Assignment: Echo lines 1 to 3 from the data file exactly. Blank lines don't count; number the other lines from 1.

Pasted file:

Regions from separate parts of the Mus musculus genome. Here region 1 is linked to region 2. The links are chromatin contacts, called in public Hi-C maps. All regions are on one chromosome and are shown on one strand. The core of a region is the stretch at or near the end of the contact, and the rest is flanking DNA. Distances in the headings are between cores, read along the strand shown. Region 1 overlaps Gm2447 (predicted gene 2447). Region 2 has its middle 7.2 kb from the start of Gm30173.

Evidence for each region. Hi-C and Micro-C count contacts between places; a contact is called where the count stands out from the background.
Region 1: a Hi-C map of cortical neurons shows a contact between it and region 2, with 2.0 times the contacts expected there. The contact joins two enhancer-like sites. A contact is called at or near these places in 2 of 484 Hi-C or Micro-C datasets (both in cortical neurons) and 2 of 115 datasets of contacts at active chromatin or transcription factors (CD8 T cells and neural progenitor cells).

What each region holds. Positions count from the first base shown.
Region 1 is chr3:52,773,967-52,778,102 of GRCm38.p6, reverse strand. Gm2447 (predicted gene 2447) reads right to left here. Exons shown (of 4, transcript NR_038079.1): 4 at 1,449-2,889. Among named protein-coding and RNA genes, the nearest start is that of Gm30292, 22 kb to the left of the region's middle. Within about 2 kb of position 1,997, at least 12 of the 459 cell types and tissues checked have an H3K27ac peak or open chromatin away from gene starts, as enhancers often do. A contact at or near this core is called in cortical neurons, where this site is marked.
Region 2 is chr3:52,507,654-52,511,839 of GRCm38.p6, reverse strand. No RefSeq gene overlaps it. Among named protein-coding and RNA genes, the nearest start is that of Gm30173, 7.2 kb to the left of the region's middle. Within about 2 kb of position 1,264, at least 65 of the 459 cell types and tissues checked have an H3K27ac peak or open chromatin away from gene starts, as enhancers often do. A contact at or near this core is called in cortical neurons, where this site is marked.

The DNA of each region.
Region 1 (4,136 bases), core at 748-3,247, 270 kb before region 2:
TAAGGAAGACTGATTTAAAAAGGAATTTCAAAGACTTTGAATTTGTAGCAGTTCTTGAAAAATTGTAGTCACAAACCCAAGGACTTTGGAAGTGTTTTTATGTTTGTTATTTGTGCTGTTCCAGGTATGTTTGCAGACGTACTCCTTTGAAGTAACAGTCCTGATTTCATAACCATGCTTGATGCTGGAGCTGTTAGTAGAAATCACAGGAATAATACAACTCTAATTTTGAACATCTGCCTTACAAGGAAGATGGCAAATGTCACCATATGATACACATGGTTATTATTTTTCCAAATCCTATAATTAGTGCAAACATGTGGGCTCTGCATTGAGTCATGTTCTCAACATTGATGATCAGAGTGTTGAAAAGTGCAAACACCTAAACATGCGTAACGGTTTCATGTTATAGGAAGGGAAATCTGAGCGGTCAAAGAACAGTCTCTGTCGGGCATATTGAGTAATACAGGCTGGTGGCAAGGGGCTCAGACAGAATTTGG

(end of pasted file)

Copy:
Regions from separate parts of the Mus musculus genome. Here region 1 is linked to region 2. The links are chromatin contacts, called in public Hi-C maps. All regions are on one chromosome and are shown on one strand. The core of a region is the stretch at or near the end of the contact, and the rest is flanking DNA. Distances in the headings are between cores, read along the strand shown. Region 1 overlaps Gm2447 (predicted gene 2447). Region 2 has its middle 7.2 kb from the start of Gm30173.

Evidence for each region. Hi-C and Micro-C count contacts between places; a contact is called where the count stands out from the background.
Region 1: a Hi-C map of cortical neurons shows a contact between it and region 2, with 2.0 times the contacts expected there. The contact joins two enhancer-like sites. A contact is called at or near these places in 2 of 484 Hi-C or Micro-C datasets (both in cortical neurons) and 2 of 115 datasets of contacts at active chromatin or transcription factors (CD8 T cells and neural progenitor cells).